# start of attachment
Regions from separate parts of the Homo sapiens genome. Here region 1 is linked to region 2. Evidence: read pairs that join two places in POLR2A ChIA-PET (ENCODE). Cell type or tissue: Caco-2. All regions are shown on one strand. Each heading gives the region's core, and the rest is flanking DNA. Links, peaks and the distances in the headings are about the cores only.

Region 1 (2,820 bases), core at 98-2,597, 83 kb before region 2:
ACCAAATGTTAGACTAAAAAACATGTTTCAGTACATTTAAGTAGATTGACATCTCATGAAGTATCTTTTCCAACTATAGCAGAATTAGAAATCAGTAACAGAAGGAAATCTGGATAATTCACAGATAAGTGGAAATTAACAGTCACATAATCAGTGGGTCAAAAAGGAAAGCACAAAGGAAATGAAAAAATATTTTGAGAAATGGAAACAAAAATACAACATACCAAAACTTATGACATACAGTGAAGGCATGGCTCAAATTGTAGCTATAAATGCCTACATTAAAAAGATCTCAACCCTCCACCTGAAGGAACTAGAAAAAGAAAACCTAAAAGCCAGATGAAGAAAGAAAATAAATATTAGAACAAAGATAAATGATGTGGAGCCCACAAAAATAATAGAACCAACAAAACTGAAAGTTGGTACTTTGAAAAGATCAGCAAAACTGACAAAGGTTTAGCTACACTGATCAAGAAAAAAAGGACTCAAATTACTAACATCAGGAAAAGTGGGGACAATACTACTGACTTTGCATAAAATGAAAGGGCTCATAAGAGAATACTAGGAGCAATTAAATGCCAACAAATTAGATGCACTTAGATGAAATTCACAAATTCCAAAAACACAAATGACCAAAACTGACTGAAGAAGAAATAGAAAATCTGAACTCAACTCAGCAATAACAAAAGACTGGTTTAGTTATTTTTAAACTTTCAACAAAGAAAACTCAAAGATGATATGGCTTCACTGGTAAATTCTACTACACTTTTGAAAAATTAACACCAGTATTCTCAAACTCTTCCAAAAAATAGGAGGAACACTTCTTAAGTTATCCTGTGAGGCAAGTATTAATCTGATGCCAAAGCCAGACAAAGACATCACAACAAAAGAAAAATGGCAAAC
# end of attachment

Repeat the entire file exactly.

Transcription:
Regions from separate parts of the Homo sapiens genome. Here region 1 is linked to region 2. Evidence: read pairs that join two places in POLR2A ChIA-PET (ENCODE). Cell type or tissue: Caco-2. All regions are shown on one strand. Each heading gives the region's core, and the rest is flanking DNA. Links, peaks and the distances in the headings are about the cores only.

Region 1 (2,820 bases), core at 98-2,597, 83 kb before region 2:
ACCAAATGTTAGACTAAAAAACATGTTTCAGTACATTTAAGTAGATTGACATCTCATGAAGTATCTTTTCCAACTATAGCAGAATTAGAAATCAGTAACAGAAGGAAATCTGGATAATTCACAGATAAGTGGAAATTAACAGTCACATAATCAGTGGGTCAAAAAGGAAAGCACAAAGGAAATGAAAAAATATTTTGAGAAATGGAAACAAAAATACAACATACCAAAACTTATGACATACAGTGAAGGCATGGCTCAAATTGTAGCTATAAATGCCTACATTAAAAAGATCTCAACCCTCCACCTGAAGGAACTAGAAAAAGAAAACCTAAAAGCCAGATGAAGAAAGAAAATAAATATTAGAACAAAGATAAATGATGTGGAGCCCACAAAAATAATAGAACCAACAAAACTGAAAGTTGGTACTTTGAAAAGATCAGCAAAACTGACAAAGGTTTAGCTACACTGATCAAGAAAAAAAGGACTCAAATTACTAACATCAGGAAAAGTGGGGACAATACTACTGACTTTGCATAAAATGAAAGGGCTCATAAGAGAATACTAGGAGCAATTAAATGCCAACAAATTAGATGCACTTAGATGAAATTCACAAATTCCAAAAACACAAATGACCAAAACTGACTGAAGAAGAAATAGAAAATCTGAACTCAACTCAGCAATAACAAAAGACTGGTTTAGTTATTTTTAAACTTTCAACAAAGAAAACTCAAAGATGATATGGCTTCACTGGTAAATTCTACTACACTTTTGAAAAATTAACACCAGTATTCTCAAACTCTTCCAAAAAATAGGAGGAACACTTCTTAAGTTATCCTGTGAGGCAAGTATTAATCTGATGCCAAAGCCAGACAAAGACATCACAACAAAAGAAAAATGGCAAAC